Guest post by Barbara Rose Johnston
I received last week copies of two very different publications reporting on outcomes from the scientific assessment of life in a nuclear warzone. These studies consider, first, the health experience of resident populations living in areas contaminated by nuclear weapons fallout, and, second, the health of people as affected by the low-level radiation that accompanies modern warfare.
The first is a set of eight papers published in the August 2010 issue of the journal Health Physics and reflects conclusions from US-government sponsored science about radiation and cancer risks.
The second, a study conducted by an international and independent team of scientists published in the International Journal of Environmental Research and Public Health, is about the health effects of war on the local population of Fallujah, Iraq.
Appropriate reading, since much news in the past few days has focused on the ceremonies surrounding the 65th anniversary of the bombing of Hiroshima and Nagasaki, and the human suffering associated with nuclear war.
Nuclear worries and concerns have been a major feature in world news for years, but especially so in this first decade of a new century.
A review of today’s global headlines finds reports of fear and accusations over the development of a nuclear weapon in Iran, as well as fears of nuclear war on the Korean peninsula and in Kashmir, the Himalayan territory that lies between Pakistan and India. Fidel Castro’s first address in four years to the Cuban Parliament warns of an imminent nuclear war if the US follows through on its threat of retaliation against Iran for not abiding nuclear-arms sanctions.
There are also hopeful reports on political promises and the potential progress in the struggle to further abolish nuclear weapons. Unfortunately, there are also reports on the lack of progress – for example, the news that the US Senate has again delayed its hearing on a new START Treaty.
The nuclear news also includes “peaceful uses” of atomic energy. The US is reportedly finalizing a nuclear cooperation agreement with Vietnam that would allow enrichment. There are reports of numerous proposals or approved plans for new nuclear power plants in Germany, Egypt, the US, Canada, the Philippines, India, Serbia, Bulgaria, and the UK.
The health effects of radiation exposure are also a featured subject in the coverage of the experiences of Hiroshima and Nagasaki survivors. And, largely in US and UK papers, sporadic reporting on scientific studies soothes consumer fears over low-level over radiation exposure via airport security scans, cell phone batteries, communications towers, and nuclear power generation.
Pennsylvania is providing free potassium iodide tablets for residents living near nuclear power plants in an effort to soothe citizen fears over the dangers of low-level radiation.
In Russia, hundreds of wildfires burn Chernobyl-contaminated lands and threaten new disasters at nuclear power, research and weapons facilities.
Reading through the headlines and the nuclear news you find a continuum in the nuclear narrative. Nuclear war is horrific, to be feared, to be avoided. And yet the various and sundry assaults from low-level exposures to radiation are specific to the individual, do not cause genetic and thus inter-generational harm, and, with modest interventions from the state, are manageable.
An article from The Hindu Times on the 65th anniversary of the Hiroshima bombing illustrates this “trust us, science has shown nuclear fears are overblown” mantra. The article begins by mentioning that in 1950 some 280,000 Japanese “claimed they were exposed to radiation.” It then briefly outlines a few studies conducted by the Radiation Effects Research Foundation (RERF) and its predecessor the Atomic Bomb Casualty Commission (ABBC) on the lifetime health experience of exposed survivors and their children, with specific attention to lung cancer, hypertension, heart disease, and thyroid cancer. For lung cancer and heart disease, incident rates were largely attributed to lifestyle: “Scientific study has determined that in these specific disease processes there is little indication of any radiation-associated excess risk.” As for the relationship between radiation exposure and thyroid disease (a treatable condition), the author acknowledges: “That exposure causes thyroid cancer is an established fact.” The article concludes with the assertion that “scientists have not observed genetic effects in the children of A-bomb survivors,” a statement based on the ABCC’s evaluation of “mutations at specific loci in the chromosomes” of exposed families and control families, and findings that the mutation rates observed were not statistically significant.”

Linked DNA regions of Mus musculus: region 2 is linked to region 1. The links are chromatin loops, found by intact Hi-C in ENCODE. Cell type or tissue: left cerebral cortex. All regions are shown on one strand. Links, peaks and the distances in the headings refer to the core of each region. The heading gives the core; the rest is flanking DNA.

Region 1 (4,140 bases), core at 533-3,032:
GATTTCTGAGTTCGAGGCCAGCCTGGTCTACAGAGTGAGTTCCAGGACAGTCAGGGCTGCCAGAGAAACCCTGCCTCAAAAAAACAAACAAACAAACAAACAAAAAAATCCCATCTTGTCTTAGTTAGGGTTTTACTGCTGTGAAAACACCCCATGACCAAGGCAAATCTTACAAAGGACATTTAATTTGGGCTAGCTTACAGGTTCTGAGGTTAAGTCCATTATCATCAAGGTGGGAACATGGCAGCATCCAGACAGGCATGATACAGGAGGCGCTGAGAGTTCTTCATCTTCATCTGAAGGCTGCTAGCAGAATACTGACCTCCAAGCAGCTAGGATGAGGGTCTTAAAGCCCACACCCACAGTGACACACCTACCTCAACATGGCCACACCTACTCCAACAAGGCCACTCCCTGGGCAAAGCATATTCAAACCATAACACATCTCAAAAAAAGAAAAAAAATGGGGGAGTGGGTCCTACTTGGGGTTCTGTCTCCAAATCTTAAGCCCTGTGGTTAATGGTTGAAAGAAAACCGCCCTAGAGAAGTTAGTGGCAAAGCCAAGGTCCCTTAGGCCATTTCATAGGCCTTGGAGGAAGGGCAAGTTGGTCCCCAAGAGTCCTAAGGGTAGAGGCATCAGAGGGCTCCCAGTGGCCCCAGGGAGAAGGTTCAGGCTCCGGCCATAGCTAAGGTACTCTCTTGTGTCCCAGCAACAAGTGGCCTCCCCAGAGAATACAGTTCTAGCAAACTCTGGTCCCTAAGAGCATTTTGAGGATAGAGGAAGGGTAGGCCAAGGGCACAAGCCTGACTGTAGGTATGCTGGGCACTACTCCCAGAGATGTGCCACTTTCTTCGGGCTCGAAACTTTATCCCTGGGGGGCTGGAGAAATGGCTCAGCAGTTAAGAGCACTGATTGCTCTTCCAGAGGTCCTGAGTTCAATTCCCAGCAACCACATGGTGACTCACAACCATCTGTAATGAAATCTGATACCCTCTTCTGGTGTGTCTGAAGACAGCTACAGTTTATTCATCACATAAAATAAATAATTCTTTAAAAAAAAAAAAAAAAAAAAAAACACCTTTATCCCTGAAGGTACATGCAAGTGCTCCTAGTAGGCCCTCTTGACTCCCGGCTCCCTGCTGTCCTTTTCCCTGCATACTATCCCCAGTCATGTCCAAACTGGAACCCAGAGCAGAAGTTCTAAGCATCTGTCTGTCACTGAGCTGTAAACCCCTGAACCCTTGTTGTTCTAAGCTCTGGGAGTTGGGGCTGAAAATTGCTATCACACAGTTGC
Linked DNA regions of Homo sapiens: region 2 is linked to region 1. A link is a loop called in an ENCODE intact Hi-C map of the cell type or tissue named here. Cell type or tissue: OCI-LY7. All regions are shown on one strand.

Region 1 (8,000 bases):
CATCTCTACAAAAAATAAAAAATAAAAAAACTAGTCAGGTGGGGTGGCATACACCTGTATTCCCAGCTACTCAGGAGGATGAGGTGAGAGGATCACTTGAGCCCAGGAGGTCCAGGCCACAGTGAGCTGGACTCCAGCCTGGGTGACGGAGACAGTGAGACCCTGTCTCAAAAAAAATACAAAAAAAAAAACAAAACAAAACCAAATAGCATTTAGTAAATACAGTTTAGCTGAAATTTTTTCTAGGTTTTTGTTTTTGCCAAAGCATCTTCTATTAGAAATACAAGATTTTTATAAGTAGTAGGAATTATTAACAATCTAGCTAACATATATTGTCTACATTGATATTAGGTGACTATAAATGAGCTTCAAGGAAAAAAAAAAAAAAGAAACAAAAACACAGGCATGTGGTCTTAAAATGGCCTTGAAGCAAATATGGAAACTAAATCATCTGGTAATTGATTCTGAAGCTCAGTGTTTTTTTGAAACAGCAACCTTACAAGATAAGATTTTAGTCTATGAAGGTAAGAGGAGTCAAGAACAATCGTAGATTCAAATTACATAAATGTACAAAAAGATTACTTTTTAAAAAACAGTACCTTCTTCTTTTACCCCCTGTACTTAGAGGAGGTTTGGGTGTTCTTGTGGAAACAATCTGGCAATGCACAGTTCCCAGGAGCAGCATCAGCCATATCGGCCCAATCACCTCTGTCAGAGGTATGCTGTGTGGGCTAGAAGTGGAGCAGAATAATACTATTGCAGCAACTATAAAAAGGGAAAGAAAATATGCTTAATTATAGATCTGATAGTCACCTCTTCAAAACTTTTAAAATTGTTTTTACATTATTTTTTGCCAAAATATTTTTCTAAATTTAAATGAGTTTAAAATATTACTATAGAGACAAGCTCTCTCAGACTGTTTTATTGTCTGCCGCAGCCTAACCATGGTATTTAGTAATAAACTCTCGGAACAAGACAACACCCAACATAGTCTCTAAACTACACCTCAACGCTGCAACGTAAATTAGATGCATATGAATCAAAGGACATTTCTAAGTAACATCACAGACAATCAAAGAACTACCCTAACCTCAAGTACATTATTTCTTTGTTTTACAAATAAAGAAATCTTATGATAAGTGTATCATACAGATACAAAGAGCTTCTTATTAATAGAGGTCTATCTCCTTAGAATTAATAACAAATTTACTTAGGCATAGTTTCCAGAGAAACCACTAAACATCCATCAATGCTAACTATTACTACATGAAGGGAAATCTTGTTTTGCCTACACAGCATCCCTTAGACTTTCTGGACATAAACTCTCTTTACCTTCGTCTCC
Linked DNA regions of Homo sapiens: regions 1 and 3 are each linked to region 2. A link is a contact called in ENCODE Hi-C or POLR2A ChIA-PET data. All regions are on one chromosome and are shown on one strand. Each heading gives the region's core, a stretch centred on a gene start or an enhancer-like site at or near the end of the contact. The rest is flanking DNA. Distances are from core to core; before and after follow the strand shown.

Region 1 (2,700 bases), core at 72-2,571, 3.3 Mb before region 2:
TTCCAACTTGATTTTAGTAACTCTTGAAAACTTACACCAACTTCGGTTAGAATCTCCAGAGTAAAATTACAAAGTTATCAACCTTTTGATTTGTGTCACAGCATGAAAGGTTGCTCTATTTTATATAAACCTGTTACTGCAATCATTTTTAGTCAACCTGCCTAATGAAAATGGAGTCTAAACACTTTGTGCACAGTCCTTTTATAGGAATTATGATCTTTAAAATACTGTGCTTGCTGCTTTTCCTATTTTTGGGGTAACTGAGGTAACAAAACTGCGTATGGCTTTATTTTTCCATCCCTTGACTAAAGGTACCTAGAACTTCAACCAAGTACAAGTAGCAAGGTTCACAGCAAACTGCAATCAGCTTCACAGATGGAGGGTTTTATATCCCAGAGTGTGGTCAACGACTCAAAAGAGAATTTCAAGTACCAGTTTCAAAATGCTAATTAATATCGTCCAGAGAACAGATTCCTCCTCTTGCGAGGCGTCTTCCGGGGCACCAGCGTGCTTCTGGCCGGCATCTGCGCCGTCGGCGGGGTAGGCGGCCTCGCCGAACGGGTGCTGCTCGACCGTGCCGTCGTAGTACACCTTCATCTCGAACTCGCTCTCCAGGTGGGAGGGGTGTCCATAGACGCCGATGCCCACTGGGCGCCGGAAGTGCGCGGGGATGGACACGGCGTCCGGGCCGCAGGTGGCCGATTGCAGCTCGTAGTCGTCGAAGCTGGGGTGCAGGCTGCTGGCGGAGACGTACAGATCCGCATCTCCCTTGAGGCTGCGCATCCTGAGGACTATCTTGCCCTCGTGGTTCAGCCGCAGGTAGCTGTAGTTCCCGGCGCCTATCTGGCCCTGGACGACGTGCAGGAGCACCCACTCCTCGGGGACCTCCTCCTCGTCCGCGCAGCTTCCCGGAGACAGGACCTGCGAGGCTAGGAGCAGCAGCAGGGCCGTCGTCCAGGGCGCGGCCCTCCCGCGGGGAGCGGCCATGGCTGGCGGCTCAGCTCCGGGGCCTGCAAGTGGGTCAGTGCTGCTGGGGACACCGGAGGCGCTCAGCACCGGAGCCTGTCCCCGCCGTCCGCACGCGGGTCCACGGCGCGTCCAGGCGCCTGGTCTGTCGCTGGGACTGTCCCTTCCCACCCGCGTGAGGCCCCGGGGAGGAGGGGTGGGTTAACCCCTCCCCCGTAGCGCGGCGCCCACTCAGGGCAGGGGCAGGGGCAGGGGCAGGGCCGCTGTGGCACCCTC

The subtext asserted here? A casual reader might conclude that nuclear war, while deadly, does not present a lingering or inter-generational effect. The informed reader might do further research to find that the author of this article, K. S. Parthasarathy, may have a vested interest in such a framing, as a former Secretary of India’s Atomic Energy Regulatory Board. And, an obsessed reader, such as myself, might wonder about the source material.
The supporting study is J.V. Neel’s oft-cited assessment of Japanese pregnancy and outcomes data on congenital defects for the years 1948-54, collected by the ABCC with a protocol designed by Neel. The initial assessment, published by Neel and his associate W.J. Schull, found a statistically relevant change in the sex ratio. I first came across this study while going through the National Academy of Science archives on the Atomic Bomb Casualty Commission. Those files included copies of Neel’s research protocol, the study findings after five years of data collection, and the National Research Council critique of methods and conclusions, including the noted concern that a flawed control group might have been constituted. In this initial assessment of abnormal outcomes Neel assumed most birth defects to be the consequence of inbreeding and thus he added a discount factor to the protocol (rejecting data from parents who were first, second, or third cousins). Lacking pre-exposure data to compare outcome rates, the study relied upon a control population including people who resided outside of the blast zone (assuming fallout in the broader region is not relevant) and including residents of Kure, a town (visible from Hiroshima ground zero). Years later, in the RERF newsletter Update, Neel recalled that “a drastic drop in the live birth rate in 1954 led to the discontinuation of physical exams, though data on sex ratio and survival of newborns was still collected.”